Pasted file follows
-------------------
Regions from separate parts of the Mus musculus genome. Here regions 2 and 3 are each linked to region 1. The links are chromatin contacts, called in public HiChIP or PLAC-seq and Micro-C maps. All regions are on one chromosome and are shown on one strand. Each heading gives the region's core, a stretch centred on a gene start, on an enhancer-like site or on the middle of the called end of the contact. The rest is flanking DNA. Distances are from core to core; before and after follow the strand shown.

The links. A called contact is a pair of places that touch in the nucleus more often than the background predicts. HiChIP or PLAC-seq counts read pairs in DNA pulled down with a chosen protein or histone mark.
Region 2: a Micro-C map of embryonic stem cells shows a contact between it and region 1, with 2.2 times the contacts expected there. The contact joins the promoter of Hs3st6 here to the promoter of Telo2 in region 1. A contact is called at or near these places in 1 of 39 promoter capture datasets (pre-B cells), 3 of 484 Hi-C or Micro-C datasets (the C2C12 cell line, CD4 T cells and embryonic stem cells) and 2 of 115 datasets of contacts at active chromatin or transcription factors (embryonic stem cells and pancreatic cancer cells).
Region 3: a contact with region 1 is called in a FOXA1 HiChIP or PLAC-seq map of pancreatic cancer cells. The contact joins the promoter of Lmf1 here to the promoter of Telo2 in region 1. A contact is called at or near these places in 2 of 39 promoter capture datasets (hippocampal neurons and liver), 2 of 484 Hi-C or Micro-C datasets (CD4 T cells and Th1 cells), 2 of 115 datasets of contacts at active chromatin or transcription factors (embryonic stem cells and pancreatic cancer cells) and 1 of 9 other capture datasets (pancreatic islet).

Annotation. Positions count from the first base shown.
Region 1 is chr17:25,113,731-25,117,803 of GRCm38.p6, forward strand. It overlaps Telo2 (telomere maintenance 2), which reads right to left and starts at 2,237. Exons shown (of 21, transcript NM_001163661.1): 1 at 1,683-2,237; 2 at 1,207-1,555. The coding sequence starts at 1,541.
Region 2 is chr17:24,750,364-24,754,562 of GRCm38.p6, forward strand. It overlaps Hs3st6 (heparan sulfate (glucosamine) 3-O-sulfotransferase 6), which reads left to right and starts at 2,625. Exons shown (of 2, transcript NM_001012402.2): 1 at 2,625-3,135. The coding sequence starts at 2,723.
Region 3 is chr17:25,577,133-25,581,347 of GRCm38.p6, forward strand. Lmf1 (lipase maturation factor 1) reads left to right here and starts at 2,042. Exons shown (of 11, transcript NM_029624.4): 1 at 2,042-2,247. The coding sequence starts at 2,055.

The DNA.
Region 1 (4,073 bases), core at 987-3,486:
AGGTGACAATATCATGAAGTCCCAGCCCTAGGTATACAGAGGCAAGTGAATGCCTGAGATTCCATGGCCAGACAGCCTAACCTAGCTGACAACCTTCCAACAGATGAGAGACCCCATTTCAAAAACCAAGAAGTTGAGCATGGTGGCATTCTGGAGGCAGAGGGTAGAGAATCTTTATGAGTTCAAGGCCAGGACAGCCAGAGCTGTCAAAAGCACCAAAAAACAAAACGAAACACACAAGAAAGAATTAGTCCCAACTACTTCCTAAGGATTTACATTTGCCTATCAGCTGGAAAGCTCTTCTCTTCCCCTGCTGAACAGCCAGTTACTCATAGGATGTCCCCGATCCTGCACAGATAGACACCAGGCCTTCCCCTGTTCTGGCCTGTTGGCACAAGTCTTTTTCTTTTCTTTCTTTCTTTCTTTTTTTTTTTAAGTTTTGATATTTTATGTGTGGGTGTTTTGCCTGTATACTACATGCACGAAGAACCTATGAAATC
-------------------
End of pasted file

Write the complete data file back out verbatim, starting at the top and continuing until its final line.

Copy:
Regions from separate parts of the Mus musculus genome. Here regions 2 and 3 are each linked to region 1. The links are chromatin contacts, called in public HiChIP or PLAC-seq and Micro-C maps. All regions are on one chromosome and are shown on one strand. Each heading gives the region's core, a stretch centred on a gene start, on an enhancer-like site or on the middle of the called end of the contact. The rest is flanking DNA. Distances are from core to core; before and after follow the strand shown.

The links. A called contact is a pair of places that touch in the nucleus more often than the background predicts. HiChIP or PLAC-seq counts read pairs in DNA pulled down with a chosen protein or histone mark.
Region 2: a Micro-C map of embryonic stem cells shows a contact between it and region 1, with 2.2 times the contacts expected there. The contact joins the promoter of Hs3st6 here to the promoter of Telo2 in region 1. A contact is called at or near these places in 1 of 39 promoter capture datasets (pre-B cells), 3 of 484 Hi-C or Micro-C datasets (the C2C12 cell line, CD4 T cells and embryonic stem cells) and 2 of 115 datasets of contacts at active chromatin or transcription factors (embryonic stem cells and pancreatic cancer cells).
Region 3: a contact with region 1 is called in a FOXA1 HiChIP or PLAC-seq map of pancreatic cancer cells. The contact joins the promoter of Lmf1 here to the promoter of Telo2 in region 1. A contact is called at or near these places in 2 of 39 promoter capture datasets (hippocampal neurons and liver), 2 of 484 Hi-C or Micro-C datasets (CD4 T cells and Th1 cells), 2 of 115 datasets of contacts at active chromatin or transcription factors (embryonic stem cells and pancreatic cancer cells) and 1 of 9 other capture datasets (pancreatic islet).

Annotation. Positions count from the first base shown.
Region 1 is chr17:25,113,731-25,117,803 of GRCm38.p6, forward strand. It overlaps Telo2 (telomere maintenance 2), which reads right to left and starts at 2,237. Exons shown (of 21, transcript NM_001163661.1): 1 at 1,683-2,237; 2 at 1,207-1,555. The coding sequence starts at 1,541.
Region 2 is chr17:24,750,364-24,754,562 of GRCm38.p6, forward strand. It overlaps Hs3st6 (heparan sulfate (glucosamine) 3-O-sulfotransferase 6), which reads left to right and starts at 2,625. Exons shown (of 2, transcript NM_001012402.2): 1 at 2,625-3,135. The coding sequence starts at 2,723.
Region 3 is chr17:25,577,133-25,581,347 of GRCm38.p6, forward strand. Lmf1 (lipase maturation factor 1) reads left to right here and starts at 2,042. Exons shown (of 11, transcript NM_029624.4): 1 at 2,042-2,247. The coding sequence starts at 2,055.

The DNA.
Region 1 (4,073 bases), core at 987-3,486:
AGGTGACAATATCATGAAGTCCCAGCCCTAGGTATACAGAGGCAAGTGAATGCCTGAGATTCCATGGCCAGACAGCCTAACCTAGCTGACAACCTTCCAACAGATGAGAGACCCCATTTCAAAAACCAAGAAGTTGAGCATGGTGGCATTCTGGAGGCAGAGGGTAGAGAATCTTTATGAGTTCAAGGCCAGGACAGCCAGAGCTGTCAAAAGCACCAAAAAACAAAACGAAACACACAAGAAAGAATTAGTCCCAACTACTTCCTAAGGATTTACATTTGCCTATCAGCTGGAAAGCTCTTCTCTTCCCCTGCTGAACAGCCAGTTACTCATAGGATGTCCCCGATCCTGCACAGATAGACACCAGGCCTTCCCCTGTTCTGGCCTGTTGGCACAAGTCTTTTTCTTTTCTTTCTTTCTTTCTTTTTTTTTTTAAGTTTTGATATTTTATGTGTGGGTGTTTTGCCTGTATACTACATGCACGAAGAACCTATGAAATC